A government commission is currently considering an innovation that could be as transformational for Artificial Intelligence (AI) as a hadron collider is for physics. It’s called a National Research Cloud, and right now the federal National AI Research Resource Task Force (NAIRR) is determining how we can develop such a cloud to broaden access to computing and data and spur basic and non-commercial AI research. At stake may be rates of investment in basic scientific research not seen since the days of the Cold War.
The concept is straightforward. The federal government will provide access to computing and data resources needed for AI research that are becoming increasingly inaccessible to academic scholars. The best way to broaden access requires the federal government funding credits for researchers to access existing cloud computing power in the short term while it builds public cloud computing options for long-term use.
Yet critics are attacking this idea from both sides, putting at risk the potential for substantial innovation.
Some Big Tech skeptics reject the very idea of a National Research Cloud, worrying it will increase the power of large technology companies, and about the harm AI poses to vulnerable communities. On the other side, free marketeers believe the government is taking too activist of a role and that we should rely exclusively on private technology companies — who offer a wide range of cloud services — to provide commercial cloud credits to academic researchers.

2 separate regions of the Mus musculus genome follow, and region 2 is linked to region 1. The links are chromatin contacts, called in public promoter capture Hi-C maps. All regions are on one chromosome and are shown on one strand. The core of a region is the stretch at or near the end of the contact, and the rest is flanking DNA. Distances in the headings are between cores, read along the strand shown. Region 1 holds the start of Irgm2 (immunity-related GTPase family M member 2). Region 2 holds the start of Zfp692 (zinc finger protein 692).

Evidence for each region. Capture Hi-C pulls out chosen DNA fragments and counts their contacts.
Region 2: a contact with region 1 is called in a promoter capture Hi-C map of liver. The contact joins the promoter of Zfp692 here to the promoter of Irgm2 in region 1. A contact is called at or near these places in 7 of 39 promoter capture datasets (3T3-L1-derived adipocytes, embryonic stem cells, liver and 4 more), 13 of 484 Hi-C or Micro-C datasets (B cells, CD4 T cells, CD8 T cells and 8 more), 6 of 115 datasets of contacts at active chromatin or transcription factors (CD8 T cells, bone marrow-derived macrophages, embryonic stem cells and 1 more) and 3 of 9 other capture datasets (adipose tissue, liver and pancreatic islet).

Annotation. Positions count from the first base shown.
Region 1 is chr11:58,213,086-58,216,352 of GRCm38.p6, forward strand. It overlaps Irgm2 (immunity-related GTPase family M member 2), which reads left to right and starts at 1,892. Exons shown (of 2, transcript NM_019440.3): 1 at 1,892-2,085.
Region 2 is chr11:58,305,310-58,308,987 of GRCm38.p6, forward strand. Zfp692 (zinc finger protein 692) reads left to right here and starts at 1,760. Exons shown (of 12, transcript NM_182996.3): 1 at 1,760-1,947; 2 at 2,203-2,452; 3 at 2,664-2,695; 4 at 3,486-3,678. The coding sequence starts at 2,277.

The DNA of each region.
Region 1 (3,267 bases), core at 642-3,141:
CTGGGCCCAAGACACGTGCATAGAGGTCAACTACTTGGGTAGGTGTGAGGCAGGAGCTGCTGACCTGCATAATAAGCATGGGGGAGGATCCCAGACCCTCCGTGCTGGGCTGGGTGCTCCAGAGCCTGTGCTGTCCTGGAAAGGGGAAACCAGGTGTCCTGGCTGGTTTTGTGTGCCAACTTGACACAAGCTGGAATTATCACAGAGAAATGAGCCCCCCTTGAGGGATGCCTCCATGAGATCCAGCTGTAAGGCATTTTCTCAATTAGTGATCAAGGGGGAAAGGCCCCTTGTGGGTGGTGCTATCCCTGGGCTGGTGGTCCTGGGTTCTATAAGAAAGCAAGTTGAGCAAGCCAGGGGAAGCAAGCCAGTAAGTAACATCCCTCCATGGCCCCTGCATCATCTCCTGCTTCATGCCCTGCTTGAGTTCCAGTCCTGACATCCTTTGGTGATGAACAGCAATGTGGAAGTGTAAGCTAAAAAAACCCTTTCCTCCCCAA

These objections are mistaken. The Stanford Institute for Human-Centered AI, where three of us hold appointments, led the call for the NAIRR in 2020. Over the past 10 months, we gathered an extensive research team to engage in an in-depth study of how to design the NAIRR and released our findings in a comprehensive report. Our research strongly counters these objections.
To those concerned about the concentration of AI research power in private technology companies: We’re already there. Failing to create a National Research Cloud would only further consolidate private sector power in AI.
A decade ago, Ph.D.’s with expertise in AI were equally likely to go into academia versus industry. Now they are twice as likely to join industry. This has led to a couple of problems. First, private sector research is subject to the direction, oversight and veto of tech companies, leading to research myopia. Facebook, for instance, dismissed its internal studies of how Instagram was toxic for teenage girls. Second, private sector research can be directed towards only a narrow field of applications. As data scientist Jeff Hammerbacher said, “The best minds of my generation are thinking about how to make people click ads.”
A National Research Cloud is a compelling way to address both of these problems, as it will broaden access to AI resources outside of the corporate context. It will expand who is able to develop, interrogate, or audit AI systems, going beyond narrow technical fields to include the physical sciences, social sciences and humanities. Liberating data in a privacy-preserving fashion about earth observation, labor markets and our justice system — today often accessible only to a select few — will also direct AI towards a more diverse set of pressing social problems.